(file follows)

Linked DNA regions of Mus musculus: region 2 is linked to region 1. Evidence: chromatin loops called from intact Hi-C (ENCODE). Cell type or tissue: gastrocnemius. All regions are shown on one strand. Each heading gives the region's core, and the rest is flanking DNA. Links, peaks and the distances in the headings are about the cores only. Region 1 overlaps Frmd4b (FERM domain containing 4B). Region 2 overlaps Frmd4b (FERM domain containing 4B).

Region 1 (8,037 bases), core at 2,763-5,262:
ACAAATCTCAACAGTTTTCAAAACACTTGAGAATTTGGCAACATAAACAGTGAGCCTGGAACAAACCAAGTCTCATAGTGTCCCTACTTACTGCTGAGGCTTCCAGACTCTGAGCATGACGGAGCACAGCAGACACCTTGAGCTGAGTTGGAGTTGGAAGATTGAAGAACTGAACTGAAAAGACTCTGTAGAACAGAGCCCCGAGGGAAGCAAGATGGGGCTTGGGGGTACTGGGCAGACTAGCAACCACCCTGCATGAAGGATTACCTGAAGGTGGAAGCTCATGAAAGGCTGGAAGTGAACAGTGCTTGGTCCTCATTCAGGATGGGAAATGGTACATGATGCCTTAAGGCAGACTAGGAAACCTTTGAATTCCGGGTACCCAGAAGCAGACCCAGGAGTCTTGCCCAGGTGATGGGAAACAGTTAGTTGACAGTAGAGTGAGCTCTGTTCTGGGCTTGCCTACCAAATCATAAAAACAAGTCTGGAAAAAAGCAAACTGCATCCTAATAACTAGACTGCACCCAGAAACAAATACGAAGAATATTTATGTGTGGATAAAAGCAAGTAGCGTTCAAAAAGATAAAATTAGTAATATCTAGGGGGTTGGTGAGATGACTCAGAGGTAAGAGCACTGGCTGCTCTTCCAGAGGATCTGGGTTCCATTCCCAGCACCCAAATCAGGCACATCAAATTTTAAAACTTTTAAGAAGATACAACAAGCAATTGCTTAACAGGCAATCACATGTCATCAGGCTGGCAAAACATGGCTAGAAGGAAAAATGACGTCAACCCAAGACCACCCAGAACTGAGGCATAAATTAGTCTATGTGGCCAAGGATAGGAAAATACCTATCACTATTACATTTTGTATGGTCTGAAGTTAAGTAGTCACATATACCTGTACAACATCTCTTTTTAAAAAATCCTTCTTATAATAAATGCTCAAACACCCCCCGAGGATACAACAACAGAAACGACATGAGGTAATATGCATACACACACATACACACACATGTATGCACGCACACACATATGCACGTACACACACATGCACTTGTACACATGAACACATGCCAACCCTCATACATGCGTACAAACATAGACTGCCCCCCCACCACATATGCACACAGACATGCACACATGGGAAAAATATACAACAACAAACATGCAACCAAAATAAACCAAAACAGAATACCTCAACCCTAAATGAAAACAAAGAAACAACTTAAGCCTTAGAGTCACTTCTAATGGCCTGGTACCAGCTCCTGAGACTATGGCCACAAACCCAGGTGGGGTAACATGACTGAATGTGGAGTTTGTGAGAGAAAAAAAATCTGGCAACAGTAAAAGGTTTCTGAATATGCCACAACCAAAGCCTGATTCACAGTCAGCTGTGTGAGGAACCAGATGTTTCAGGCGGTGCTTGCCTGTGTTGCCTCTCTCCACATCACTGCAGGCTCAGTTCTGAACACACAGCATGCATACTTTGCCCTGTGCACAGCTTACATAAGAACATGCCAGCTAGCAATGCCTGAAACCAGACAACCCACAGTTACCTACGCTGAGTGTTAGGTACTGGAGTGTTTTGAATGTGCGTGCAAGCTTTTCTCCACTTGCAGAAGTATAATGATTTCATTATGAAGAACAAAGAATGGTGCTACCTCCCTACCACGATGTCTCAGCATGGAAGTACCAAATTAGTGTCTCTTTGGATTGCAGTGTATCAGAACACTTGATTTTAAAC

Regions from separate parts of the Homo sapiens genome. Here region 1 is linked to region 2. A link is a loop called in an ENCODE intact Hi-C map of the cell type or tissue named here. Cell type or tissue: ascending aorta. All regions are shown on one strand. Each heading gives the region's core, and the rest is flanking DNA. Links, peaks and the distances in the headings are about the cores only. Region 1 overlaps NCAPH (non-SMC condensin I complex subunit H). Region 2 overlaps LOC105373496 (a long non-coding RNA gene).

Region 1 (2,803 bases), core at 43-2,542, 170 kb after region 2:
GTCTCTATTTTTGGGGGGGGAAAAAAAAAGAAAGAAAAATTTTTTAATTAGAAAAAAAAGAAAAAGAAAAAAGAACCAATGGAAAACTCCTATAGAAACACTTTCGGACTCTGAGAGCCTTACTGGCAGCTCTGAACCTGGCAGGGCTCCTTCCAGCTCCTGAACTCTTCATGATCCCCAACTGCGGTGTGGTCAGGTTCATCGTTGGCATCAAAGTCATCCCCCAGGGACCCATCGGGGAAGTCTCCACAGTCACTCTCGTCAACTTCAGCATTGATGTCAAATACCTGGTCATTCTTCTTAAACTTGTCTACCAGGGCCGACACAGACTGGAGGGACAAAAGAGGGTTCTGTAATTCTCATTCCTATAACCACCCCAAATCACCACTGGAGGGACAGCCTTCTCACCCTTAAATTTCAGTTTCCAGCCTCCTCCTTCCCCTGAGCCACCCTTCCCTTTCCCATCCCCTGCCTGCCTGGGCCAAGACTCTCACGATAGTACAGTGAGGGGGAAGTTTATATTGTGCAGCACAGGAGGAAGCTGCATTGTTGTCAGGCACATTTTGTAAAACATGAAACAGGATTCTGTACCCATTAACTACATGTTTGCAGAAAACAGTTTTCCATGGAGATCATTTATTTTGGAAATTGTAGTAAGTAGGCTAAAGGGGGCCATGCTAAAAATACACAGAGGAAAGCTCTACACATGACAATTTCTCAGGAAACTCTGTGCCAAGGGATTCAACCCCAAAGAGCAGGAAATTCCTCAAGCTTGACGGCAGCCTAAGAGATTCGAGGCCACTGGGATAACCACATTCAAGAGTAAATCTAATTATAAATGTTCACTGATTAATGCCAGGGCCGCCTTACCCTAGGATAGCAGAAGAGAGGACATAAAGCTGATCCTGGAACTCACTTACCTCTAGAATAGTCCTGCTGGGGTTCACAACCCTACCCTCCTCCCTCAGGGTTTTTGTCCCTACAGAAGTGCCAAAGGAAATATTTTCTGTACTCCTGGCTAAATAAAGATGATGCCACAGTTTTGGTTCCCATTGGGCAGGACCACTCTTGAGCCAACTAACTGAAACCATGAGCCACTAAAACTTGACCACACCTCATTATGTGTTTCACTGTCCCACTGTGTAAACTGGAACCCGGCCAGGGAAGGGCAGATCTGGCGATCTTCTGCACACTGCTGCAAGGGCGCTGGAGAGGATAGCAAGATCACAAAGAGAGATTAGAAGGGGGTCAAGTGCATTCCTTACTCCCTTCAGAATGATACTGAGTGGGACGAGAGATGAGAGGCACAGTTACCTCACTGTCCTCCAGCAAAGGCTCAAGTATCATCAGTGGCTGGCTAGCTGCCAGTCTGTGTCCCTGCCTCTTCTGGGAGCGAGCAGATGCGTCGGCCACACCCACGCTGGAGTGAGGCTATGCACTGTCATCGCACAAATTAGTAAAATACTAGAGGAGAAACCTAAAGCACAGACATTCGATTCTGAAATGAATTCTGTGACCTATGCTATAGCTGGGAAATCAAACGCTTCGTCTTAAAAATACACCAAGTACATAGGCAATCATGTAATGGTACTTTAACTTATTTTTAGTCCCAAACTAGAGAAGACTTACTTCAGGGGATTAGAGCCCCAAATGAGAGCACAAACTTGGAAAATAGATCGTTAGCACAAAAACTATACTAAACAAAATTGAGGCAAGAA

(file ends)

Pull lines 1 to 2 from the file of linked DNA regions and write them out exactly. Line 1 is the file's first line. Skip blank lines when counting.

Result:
Linked DNA regions of Mus musculus: region 2 is linked to region 1. Evidence: chromatin loops called from intact Hi-C (ENCODE). Cell type or tissue: gastrocnemius. All regions are shown on one strand. Each heading gives the region's core, and the rest is flanking DNA. Links, peaks and the distances in the headings are about the cores only. Region 1 overlaps Frmd4b (FERM domain containing 4B). Region 2 overlaps Frmd4b (FERM domain containing 4B).

Region 1 (8,037 bases), core at 2,763-5,262: